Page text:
Photo Credit:

The Viral Week That Was: Ep 113

Dragon boat festivities, same-sex relations, free speech backlash, and more

*The Viral Week That Was is our weekly round-up of the previous week’s trending memes, humor, rumor, gossip, and everything else Chinese netizens are chatting about. Think of this as a nicotine patch to help ease yourself into the week after suckling on the smokey teat of the weekend.

Welcome back from a hopefully enjoyable Dragon Boat Festival, possibly filled with zongzi and merriment. Coming up on today’s issue of the Viral Week: a vicious backlash to an optimistic commencement speech, the progressiveness of Taiwan, buying out Grindr, and unrequited love. But first…


With the long weekend over, most workers will only have to suffer three more days of tedious office duties before resting once again.

What better time to reflect on the past weekend celebrations?


People in Taiwan went around balancing eggs

People in Taiwan went around balancing eggs (China Post)


Google created a boxy dragon (Google via Time)

Google created a box-like dragon to mark the day (Google via Time)



Citizens of Nantong, Jiangsu province, hid the hay at IKEA (NetEase)



By now, most readers will have heard of the commencement speech given by Shuping Yang at the University of Maryland.

If not, here it is.

Unsurprisingly, Yang’s speech caused a great deal of outrage amongst certain Chinese both here and abroad. And in response, a number of rival video were posted, hashtagged #ProudofChina, that showcased other overseas Chinese students’ views about loving their country.

Not one to be left out of matters involving an individual student abroad, the Ministry of Foreign Affairs also offered their two cents. The ministry condemned the speech and warned Chinese citizens to take responsibility for their remarks made in public. Xinhua even dispatched reporters in Kunming, the city where Yang grew up, to ask citizens if they had to wear masks on a daily basis to avoid respiratory problems (which is what Yang had alleged).

For her part, Yang has since come out and apologized for her speech. But despite all this coverage, there are several interesting points that need to be underlined.

Firstly, the majority of responses to Yang has been about how Kunming is beautiful and the air there is as fresh as daisies.

Where are the rebuttal to her claims on free speech? Given how fresh air was used as a metaphor for free speech and thus was the main point, you would think that any criticism on Yang would address this. Nope. (Yang also mentions China only once. Once!)

Secondly—it was a terrible commencement speech for the university and was mostly done for cheap cheers. Like most commencement speeches, replay Yang’s videos again and replace every mention of “the University of Maryland” with almost any other institution in America and it still works.


A court in Taiwan secured a huge PR coup last week for the island, by ruling that same-sex marriage should be allowed.

The legislature has now been given two years to amend Taiwan’s civil code and, if they fail to do, same-sex couples will still be able to marry anyway.

This marks the first time in Asia that gay marriage has been afforded legal status—and was greeted with widespread jubilation among progressive young Chinese and Asians across the hemisphere.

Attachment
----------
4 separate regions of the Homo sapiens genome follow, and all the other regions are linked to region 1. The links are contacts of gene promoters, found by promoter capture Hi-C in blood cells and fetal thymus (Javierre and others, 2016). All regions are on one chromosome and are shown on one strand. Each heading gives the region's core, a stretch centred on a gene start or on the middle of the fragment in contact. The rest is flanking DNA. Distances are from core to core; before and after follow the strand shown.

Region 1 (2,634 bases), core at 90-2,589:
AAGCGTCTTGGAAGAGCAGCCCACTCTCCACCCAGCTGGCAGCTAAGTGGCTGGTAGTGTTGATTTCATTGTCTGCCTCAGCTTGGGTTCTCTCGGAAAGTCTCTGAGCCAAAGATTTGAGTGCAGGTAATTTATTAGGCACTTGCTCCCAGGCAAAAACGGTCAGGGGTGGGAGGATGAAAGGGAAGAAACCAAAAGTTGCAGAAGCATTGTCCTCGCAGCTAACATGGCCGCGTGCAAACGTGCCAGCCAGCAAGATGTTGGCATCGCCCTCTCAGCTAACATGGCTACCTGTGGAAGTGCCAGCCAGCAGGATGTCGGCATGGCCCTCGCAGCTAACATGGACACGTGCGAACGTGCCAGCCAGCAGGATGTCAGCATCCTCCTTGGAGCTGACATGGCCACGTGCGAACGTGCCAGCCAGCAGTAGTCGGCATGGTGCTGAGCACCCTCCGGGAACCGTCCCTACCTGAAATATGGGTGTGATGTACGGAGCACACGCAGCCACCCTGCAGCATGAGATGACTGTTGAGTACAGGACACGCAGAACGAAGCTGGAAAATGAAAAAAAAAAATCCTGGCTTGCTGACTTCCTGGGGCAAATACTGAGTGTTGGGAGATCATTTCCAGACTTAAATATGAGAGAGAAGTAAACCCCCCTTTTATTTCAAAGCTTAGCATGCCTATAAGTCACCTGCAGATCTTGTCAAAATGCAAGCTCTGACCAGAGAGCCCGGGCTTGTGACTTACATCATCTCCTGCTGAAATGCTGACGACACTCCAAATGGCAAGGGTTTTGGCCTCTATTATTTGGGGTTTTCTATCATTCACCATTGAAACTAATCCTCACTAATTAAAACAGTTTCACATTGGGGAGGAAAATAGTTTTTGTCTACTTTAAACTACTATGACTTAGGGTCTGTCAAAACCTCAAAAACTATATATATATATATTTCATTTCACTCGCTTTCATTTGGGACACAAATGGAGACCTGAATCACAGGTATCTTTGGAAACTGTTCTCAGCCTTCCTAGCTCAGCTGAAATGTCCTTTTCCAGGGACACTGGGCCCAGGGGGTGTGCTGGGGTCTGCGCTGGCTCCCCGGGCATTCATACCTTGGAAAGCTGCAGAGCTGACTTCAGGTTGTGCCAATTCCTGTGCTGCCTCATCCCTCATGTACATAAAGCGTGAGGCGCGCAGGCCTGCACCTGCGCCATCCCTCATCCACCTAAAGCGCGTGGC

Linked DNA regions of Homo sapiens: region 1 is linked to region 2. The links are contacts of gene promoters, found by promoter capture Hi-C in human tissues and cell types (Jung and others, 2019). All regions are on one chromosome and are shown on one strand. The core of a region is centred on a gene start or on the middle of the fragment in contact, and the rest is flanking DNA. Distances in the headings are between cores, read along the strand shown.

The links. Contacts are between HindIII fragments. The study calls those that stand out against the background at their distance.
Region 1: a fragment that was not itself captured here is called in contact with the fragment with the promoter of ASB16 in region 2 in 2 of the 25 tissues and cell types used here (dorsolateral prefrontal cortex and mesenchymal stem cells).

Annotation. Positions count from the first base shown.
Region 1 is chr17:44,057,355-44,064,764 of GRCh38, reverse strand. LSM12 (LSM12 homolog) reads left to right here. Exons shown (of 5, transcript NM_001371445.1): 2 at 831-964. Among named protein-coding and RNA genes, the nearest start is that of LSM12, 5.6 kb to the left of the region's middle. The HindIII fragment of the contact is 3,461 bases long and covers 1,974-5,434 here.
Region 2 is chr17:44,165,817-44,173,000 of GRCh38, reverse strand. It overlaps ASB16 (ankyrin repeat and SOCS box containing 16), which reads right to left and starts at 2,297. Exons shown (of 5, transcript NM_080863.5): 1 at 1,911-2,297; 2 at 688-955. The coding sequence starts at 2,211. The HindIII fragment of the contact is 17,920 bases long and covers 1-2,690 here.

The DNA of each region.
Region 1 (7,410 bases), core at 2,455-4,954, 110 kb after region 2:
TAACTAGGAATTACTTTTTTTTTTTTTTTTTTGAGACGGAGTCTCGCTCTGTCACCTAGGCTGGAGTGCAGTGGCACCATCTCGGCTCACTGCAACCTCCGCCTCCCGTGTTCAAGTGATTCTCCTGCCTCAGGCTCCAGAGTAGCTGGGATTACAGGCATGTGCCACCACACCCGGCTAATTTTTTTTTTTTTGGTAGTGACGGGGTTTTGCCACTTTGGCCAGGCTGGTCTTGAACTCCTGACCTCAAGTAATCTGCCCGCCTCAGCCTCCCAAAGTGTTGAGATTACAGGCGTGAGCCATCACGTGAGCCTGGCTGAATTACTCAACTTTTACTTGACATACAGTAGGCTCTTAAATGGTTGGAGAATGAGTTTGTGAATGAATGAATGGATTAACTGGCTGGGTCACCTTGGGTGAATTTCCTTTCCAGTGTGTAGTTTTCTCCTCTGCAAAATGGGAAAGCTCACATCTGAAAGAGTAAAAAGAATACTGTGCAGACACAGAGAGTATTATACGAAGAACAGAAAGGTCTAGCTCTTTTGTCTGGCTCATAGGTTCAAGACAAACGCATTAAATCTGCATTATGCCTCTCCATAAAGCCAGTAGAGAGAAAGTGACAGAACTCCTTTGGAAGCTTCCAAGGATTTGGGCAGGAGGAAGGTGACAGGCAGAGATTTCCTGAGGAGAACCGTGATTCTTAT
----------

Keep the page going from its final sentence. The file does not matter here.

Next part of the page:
Meanwhile, on the other side of the Strait, top Chinese lesbian app Rela (热拉, meaning “hot lesbian”) was shut down and its Weibo account and website also deactivated. Hats off to the censors once again for their impeccable timing, and uncanny eye for dodging a soft-power win.


Censors send ReLa off to La-la land (

The unexpected move was a bluntly authoritarian response to Rela’s role in helping to organize an event in which the mothers of gay children tried to participate at one Shanghai’s famous “marriage markets.”

(Sixthtone via Shanghaiist)

Parents of gay children show their colors (Sixth Tone via Shanghaiist)

After complaints and confrontation from other parents, the police intervened and expelled the mothers for not having registered for the regular event, and restored harmony to the park.


Last year, Chinese tech company Beijing Kunlun Tech bought a 62 percent stake in Grindr, the gay dating app.

Now, reports have come out that Kunlun is looking to strengthen its hold and take over the entire company in order to fully engage in Grindr’s day-to-day operations.

Grindr and Beijing Kunlun chairman, Zhou Yahui (Shanghaiist)

Grindr and Beijing Kunlun chairman, Zhou Yahui (Shanghaiist)

Not much is known as to how or what Grindr will change now they have been bought out by a games developer, but they will likely face stiff competition, on the mainland at least, from China’s own Blued.


Last week, students of Dalian Maritime University were treated to a peculiar sight: A female student lingering outside the male dorms at around 7pm to declare her love to a fellow student, with a heart-shaped arrangement of candles.

Fast forward to 11pm and the girl was apparently still waiting for the object of her affection to show.

Just patiently waiting (Sina)

Just a girl… standing in front of a boy… waiting for him to show up (Sina)

Eyewitnesses report that inside the heart were the letter “PRN”—could be the guy’s initials, could be a reference to a medical term, could be the kind of sweet inside joke that couples share. We may never know. 

Of course, the online community could not pass by the opportunity. Here are some of the more popular comments:


Many times, you just end up moving yourself

水王小口苗:也許她只是在祭拜亡魂 大家別多想

Maybe she is just worshipping the dead, let’s not overreact


For something like this, it’s all about looks


When a woman is this forward, it never ends well

我一定给你希望:看背影是个美女 我要是男生就去追了

From behind, she seems to be good looking. If I was the guy, I would chase her


Cover image from @MusicWars


Ethan Yun is a contributing writer at The World of Chinese.

Related Articles